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Mechanistic aspects of inducible nitric oxide synthase-induced lung injury in burn trauma.

AbstractINTRODUCTION:
Although the beneficial effects of inducible nitric oxide synthase (iNOS) inhibition in acute lung injury secondary to cutaneous burn and smoke inhalation were previously demonstrated, the mechanistic aspects are not completely understood. The objective of the present study is to describe the mechanism(s) underlying these favourable effects. We hypothesised that iNOS inhibition prevents formation of excessive reactive nitrogen species and attenuates the activation of poly(ADP) (poly(adenosine diphosphate)) ribose polymerase, thus mitigating the severity of acute lung injury in sheep subjected to combined burn and smoke inhalation.
METHODS:
Adult ewes were chronically instrumented for a 24-h study and allocated to groups: sham: not injured, not treated, n = 6; control: injured, not treated, n = 6; and BBS-2: injured treated with iNOS dimerisation inhibitor BBS-2, n = 6. Control and BBS-2 groups received 40% total body surface area 3rd-degree cutaneous burn and cotton smoke insufflation into the lungs under isoflurane anaesthesia.
RESULTS:
Treatment with iNOS inhibitor BBS-2 significantly improved pulmonary gas exchange (partial pressure of oxygen in the blood/fraction of inspired oxygen (PaO₂/FiO₂) 409 ± 43 mmHg vs. 233 ± 50 mmHg in controls, p < 0.05) and reduced airway pressures (peak pressure 20 ± 1 cm H₂O vs. 28 ± 2 cm H₂O in controls, p < 0.05) and lung water content (lung wet-to-dry ratio 4.1 ± 0.3 vs. 5.2 ± 0.2 in controls, p < 0.05) 24h after the burn and smoke injury. BBS-2 significantly reduced the increases in lung lymph nitrite/nitrate (10 ± 3 μM vs. 26 ± 6 μM in controls, p < 0.05) and 3-nitrotyrosine (109 ± 11 (densitometry value) vs. 151 ± 18 in controls, p < 0.05). Burn/smoke-induced increases in lung tissue nitrite/nitrate, poly(ADP)ribose polymerase, nuclear factor-κB (NF-κB) activity, myeloperoxidase activity and malondialdehyde formation and interleukin (IL)-8 expression were also attenuated with BBS-2.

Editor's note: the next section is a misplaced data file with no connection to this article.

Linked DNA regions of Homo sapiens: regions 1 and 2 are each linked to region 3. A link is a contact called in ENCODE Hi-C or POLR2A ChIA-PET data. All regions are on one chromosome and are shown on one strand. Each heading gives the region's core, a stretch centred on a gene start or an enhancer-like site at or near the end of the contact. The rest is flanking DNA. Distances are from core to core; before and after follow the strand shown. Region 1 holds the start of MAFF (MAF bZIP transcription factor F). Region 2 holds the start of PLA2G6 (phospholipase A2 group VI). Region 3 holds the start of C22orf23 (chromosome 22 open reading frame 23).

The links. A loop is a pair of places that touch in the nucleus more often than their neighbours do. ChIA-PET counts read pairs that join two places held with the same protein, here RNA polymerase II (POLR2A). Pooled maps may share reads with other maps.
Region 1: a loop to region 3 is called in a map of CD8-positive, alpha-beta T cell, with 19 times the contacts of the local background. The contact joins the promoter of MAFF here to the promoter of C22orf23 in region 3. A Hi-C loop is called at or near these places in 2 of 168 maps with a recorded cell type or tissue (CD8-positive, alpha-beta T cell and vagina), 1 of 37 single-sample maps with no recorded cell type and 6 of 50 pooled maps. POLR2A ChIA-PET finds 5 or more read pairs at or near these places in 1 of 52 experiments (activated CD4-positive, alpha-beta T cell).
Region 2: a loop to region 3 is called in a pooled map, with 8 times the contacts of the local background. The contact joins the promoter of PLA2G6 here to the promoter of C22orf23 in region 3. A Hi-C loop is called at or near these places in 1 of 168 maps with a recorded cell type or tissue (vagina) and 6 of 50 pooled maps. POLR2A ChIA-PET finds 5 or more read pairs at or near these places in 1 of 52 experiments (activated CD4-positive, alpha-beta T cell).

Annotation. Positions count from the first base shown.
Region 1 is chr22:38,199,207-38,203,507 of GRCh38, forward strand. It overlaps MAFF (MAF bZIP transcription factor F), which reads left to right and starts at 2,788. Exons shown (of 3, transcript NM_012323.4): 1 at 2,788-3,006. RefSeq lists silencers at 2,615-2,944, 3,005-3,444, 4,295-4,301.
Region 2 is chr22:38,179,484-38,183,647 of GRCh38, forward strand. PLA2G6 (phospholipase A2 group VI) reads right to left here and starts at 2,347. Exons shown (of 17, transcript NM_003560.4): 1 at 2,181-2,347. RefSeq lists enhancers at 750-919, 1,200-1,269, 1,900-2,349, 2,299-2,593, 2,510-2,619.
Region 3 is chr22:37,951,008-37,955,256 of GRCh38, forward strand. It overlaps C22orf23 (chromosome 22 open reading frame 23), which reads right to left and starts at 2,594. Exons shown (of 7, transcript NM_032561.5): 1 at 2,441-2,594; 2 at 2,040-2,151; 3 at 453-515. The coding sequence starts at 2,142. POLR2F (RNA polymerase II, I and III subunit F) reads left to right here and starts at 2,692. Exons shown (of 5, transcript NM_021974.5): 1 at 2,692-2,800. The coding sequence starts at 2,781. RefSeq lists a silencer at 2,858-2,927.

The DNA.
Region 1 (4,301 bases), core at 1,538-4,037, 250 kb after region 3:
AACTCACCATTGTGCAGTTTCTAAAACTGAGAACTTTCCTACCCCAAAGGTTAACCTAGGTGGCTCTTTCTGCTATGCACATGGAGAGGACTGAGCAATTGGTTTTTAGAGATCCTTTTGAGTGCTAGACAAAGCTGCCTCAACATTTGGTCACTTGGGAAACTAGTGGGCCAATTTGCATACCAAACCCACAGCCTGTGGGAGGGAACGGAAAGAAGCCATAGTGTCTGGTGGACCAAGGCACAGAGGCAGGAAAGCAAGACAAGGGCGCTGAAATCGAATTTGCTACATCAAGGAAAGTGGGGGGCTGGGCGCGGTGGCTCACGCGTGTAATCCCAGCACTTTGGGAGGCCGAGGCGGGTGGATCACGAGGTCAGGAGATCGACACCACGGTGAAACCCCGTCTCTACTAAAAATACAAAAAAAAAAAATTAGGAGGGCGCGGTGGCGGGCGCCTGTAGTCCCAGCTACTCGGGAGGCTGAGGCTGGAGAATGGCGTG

CONCLUSIONS:
The results provide strong evidence that BBS-2 ameliorated acute lung injury by inhibiting the inducible nitric oxide synthase/reactive nitrogen species/poly(ADP-ribose) polymerase (iNOS/RNS/PARP) pathway.
AuthorsPerenlei Enkhbaatar, Jianpu Wang, Fiona Saunders, Matthias Lange, Atsumori Hamahata, Sebastian Rehberg, John F Parkinson, Lillian D Traber, David N Herndon, Daniel L Traber
JournalBurns : journal of the International Society for Burn Injuries (Burns) Vol. 37 Issue 4 Pg. 638-45 (Jun 2011) ISSN: 1879-1409 [Electronic] Netherlands
PMID21334141 (Publication Type: Journal Article)
CopyrightCopyright © 2011. Published by Elsevier Ltd.
Chemical References
  • Imidazoles
  • Interleukin-8
  • N-((1,3-benzodioxol-5-yl)methyl)-1-(2-(1H-imidazol-1-yl)pyrimidin-4-yl)-4-(methoxycarbonyl)piperazine-2-acetamide
  • NF-kappa B
  • Piperazines
  • Pyrimidines
  • RNA, Messenger
  • 3-nitrotyrosine
  • Tyrosine
  • Malondialdehyde
  • Peroxidase
  • Nitric Oxide Synthase Type II
Topics
  • Analysis of Variance
  • Animals
  • Burns (drug therapy, physiopathology)
  • Disease Models, Animal
  • Female
  • Imidazoles (therapeutic use)
  • Immunohistochemistry
  • Interleukin-8 (metabolism)
  • Lung (metabolism, pathology)
  • Malondialdehyde (metabolism)
  • NF-kappa B (metabolism)
  • Nitric Oxide Synthase Type II (antagonists & inhibitors)
  • Peroxidase (metabolism)
  • Piperazines (therapeutic use)
  • Pulmonary Gas Exchange (drug effects)
  • Pyrimidines (therapeutic use)
  • RNA, Messenger (metabolism)
  • Sheep
  • Smoke Inhalation Injury (drug therapy, physiopathology)
  • Tyrosine (analogs & derivatives, metabolism)

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